But even a government as well-founded as America’s is subject to the entropy of order.

After all, the rise and fall of empires is evidence to another problem that inevitably leads toward chaos: human nature.

The fallen state of humanity alongside our knowledge of a Moral Law that has been written on our hearts is the more significant theme I focus on in my novel.

Though it is told in the context of political intrigue mixed with government conspiracies and a heavy dose of science—or perhaps speculative—fiction, the roots of the story trace back to Plato and St. Augustine and C.S. Lewis.

It asks the fundamental question of what makes humans human and it explores the ideas of The Abolition of Man in a mid-21st century context (yes, it’s set in the future).

If you want to know more about where I’m coming from, it wouldn’t hurt to pre-order A Compass for Deep Heaven: Navigating the C. S. Lewis Ransom Trilogy, a book that I contributed a chapter to on how Lewis’s ideas in The Abolition of Man can be seen at work in his science fiction trilogy.

So with that, below is a sample chapter from my book, as told by the novel’s narrator, Senator Calvin Lewis of none other than the Lone Star State. Beyond that, I’ll give you no other context so that the mysteries within will abound.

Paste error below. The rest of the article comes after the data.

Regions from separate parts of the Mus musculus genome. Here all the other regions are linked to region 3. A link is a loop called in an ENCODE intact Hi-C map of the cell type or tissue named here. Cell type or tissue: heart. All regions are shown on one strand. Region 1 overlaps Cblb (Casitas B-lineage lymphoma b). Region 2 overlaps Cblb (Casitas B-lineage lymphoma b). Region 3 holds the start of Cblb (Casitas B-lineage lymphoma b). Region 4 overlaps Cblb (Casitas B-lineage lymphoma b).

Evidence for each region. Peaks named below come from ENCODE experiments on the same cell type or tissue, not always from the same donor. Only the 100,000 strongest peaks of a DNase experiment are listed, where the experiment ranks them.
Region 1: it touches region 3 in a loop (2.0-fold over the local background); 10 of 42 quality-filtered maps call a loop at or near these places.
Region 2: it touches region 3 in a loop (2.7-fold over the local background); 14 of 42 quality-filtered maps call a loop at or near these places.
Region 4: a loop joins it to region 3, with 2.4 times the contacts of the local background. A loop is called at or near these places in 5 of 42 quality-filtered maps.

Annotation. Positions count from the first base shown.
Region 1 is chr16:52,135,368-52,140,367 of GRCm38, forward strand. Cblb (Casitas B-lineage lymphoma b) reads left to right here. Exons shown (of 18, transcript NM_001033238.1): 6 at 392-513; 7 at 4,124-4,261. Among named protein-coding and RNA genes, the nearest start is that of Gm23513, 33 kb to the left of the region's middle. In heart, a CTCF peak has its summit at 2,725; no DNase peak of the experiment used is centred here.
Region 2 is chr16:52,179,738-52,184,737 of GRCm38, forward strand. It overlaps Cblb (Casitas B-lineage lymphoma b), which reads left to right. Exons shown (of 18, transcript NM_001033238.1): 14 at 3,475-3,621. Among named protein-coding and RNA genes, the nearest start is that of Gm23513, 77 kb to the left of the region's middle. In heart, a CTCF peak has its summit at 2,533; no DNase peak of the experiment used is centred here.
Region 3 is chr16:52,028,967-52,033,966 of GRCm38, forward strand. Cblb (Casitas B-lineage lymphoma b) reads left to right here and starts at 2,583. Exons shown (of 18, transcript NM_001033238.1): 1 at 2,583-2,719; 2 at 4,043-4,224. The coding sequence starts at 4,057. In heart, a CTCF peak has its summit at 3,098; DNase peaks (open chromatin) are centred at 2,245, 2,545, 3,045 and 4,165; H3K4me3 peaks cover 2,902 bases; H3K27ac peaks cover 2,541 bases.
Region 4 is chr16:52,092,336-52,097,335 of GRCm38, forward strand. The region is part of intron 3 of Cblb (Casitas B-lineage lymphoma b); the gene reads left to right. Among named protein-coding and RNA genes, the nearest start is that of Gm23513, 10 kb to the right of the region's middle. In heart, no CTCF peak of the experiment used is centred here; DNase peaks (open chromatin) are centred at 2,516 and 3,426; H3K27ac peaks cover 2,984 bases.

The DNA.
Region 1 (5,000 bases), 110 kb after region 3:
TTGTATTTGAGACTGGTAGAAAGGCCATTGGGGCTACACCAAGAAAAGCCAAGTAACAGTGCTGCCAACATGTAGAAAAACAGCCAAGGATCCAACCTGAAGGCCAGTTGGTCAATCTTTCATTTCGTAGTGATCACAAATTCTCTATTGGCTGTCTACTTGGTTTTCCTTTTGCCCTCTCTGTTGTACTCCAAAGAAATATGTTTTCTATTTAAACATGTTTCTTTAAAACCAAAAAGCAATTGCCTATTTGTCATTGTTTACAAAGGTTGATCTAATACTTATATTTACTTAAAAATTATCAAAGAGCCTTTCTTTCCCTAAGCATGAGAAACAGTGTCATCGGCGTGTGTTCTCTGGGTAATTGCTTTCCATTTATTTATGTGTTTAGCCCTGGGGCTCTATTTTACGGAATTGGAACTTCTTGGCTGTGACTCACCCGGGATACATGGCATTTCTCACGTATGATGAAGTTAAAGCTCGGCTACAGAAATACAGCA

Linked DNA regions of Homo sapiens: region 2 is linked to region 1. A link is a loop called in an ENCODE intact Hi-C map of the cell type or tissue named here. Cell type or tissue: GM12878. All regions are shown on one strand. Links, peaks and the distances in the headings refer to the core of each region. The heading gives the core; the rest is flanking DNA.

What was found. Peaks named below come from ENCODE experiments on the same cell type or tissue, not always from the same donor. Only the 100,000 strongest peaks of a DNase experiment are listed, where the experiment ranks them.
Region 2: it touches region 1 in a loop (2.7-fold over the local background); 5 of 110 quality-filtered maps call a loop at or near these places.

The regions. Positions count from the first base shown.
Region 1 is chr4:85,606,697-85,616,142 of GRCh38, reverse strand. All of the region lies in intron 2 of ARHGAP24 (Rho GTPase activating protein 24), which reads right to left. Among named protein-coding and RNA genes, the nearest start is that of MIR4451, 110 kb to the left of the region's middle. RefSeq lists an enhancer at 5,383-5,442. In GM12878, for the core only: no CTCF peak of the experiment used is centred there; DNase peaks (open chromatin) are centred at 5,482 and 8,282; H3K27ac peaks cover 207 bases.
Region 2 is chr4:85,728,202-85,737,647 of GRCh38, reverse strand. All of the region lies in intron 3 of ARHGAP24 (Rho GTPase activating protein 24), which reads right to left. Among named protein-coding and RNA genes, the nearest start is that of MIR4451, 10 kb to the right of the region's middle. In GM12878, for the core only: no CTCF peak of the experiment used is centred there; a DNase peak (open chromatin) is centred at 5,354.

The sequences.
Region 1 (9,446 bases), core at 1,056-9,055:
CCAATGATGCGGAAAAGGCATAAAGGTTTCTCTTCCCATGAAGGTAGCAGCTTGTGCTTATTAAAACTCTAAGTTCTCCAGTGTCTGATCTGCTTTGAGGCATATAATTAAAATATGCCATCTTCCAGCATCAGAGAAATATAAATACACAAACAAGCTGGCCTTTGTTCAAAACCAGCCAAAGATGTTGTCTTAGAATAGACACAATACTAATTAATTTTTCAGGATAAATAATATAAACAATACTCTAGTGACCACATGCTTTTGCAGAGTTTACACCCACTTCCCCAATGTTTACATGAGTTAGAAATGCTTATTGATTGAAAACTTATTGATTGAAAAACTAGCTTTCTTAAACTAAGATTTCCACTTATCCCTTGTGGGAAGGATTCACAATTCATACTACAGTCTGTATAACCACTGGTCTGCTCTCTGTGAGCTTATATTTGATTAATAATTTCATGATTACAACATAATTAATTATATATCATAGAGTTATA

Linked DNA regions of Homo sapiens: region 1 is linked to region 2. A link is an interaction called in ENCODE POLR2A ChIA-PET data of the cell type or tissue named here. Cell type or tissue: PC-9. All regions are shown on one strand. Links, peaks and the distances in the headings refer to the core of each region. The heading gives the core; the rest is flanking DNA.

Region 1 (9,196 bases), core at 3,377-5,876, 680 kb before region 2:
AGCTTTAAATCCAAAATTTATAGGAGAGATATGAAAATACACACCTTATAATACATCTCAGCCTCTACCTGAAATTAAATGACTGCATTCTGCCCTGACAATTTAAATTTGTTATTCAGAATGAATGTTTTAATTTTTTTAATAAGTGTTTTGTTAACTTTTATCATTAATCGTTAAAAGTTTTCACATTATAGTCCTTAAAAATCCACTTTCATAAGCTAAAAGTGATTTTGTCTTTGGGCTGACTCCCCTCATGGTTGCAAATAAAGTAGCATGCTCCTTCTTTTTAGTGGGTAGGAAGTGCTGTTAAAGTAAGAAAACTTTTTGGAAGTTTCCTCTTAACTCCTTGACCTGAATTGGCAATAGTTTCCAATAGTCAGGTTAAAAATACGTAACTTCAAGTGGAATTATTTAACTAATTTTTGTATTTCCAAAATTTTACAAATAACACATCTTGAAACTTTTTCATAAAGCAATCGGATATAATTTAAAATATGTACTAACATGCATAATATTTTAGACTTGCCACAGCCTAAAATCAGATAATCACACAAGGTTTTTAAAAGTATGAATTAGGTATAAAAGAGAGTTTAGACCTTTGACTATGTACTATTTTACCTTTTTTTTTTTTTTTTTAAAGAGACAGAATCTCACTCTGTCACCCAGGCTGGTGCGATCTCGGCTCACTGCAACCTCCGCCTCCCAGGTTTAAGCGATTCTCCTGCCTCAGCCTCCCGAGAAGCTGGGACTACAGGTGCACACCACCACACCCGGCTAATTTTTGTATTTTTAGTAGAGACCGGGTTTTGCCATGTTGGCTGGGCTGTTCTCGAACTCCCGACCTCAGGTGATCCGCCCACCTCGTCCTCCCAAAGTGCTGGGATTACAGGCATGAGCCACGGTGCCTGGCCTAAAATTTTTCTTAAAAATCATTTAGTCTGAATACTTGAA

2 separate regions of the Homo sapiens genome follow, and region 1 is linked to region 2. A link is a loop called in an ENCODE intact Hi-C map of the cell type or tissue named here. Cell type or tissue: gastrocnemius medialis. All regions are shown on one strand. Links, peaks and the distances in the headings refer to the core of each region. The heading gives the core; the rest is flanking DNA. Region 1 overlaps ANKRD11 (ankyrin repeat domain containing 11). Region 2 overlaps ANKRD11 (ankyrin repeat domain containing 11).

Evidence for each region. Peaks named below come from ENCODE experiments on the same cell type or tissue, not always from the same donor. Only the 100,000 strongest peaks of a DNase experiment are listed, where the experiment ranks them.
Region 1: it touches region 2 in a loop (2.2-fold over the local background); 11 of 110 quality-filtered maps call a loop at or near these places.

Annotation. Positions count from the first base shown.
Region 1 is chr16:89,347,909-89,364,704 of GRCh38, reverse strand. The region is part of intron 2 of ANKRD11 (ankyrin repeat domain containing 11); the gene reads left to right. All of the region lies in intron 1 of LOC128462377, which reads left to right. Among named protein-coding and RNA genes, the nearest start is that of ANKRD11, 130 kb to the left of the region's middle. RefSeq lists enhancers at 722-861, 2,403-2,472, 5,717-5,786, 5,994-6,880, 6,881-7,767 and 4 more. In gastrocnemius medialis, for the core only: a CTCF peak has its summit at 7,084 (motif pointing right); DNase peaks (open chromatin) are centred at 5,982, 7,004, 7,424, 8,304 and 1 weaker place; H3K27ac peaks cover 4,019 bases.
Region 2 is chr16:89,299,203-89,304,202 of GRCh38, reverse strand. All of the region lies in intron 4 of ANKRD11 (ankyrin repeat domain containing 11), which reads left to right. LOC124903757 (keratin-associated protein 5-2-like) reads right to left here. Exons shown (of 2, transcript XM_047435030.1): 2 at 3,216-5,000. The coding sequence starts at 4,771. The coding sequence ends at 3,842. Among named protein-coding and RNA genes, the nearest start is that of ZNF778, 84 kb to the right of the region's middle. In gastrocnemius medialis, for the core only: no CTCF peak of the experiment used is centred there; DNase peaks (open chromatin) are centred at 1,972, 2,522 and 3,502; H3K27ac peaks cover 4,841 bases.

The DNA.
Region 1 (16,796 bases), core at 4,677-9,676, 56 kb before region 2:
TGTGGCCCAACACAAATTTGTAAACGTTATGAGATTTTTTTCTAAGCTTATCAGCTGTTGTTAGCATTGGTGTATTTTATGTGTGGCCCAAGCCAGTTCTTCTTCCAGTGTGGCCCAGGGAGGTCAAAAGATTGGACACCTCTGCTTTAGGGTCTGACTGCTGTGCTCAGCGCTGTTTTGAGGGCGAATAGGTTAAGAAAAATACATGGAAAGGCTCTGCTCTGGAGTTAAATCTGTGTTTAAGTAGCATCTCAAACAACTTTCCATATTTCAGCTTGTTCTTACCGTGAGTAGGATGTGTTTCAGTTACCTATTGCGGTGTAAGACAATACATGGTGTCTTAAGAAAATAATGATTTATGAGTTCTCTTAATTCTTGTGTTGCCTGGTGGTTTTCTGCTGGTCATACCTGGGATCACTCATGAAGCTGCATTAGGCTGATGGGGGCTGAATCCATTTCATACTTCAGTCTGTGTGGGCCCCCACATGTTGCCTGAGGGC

Chapter 4: The Course of Empire

When I opened my eyes, I found myself standing somewhere akin to the Promised Land—otherwise known as the Texas Hill Country. It wasn’t any particular place I had seen before, but it had aspects of all my favorite places merged together. The wind whisked fresh air against my face, a distant stream strung out its endless chorus, and birds sang along with their melodious bedtime tune. The sky was purple, a field of bluebonnets danced in the breeze, and an orchard of peach trees chanted in harmony with it all.

In the midst of the natural symphony stood a monumental structure of incomparable grandeur. The Parthenon would not have compared, even at the height of its glory. It was the form of a Capitol, twice the height of Texas’ and twice the girth of the nation’s. Its top shined brighter than any beacon, and I was drawn to it like a moth to light.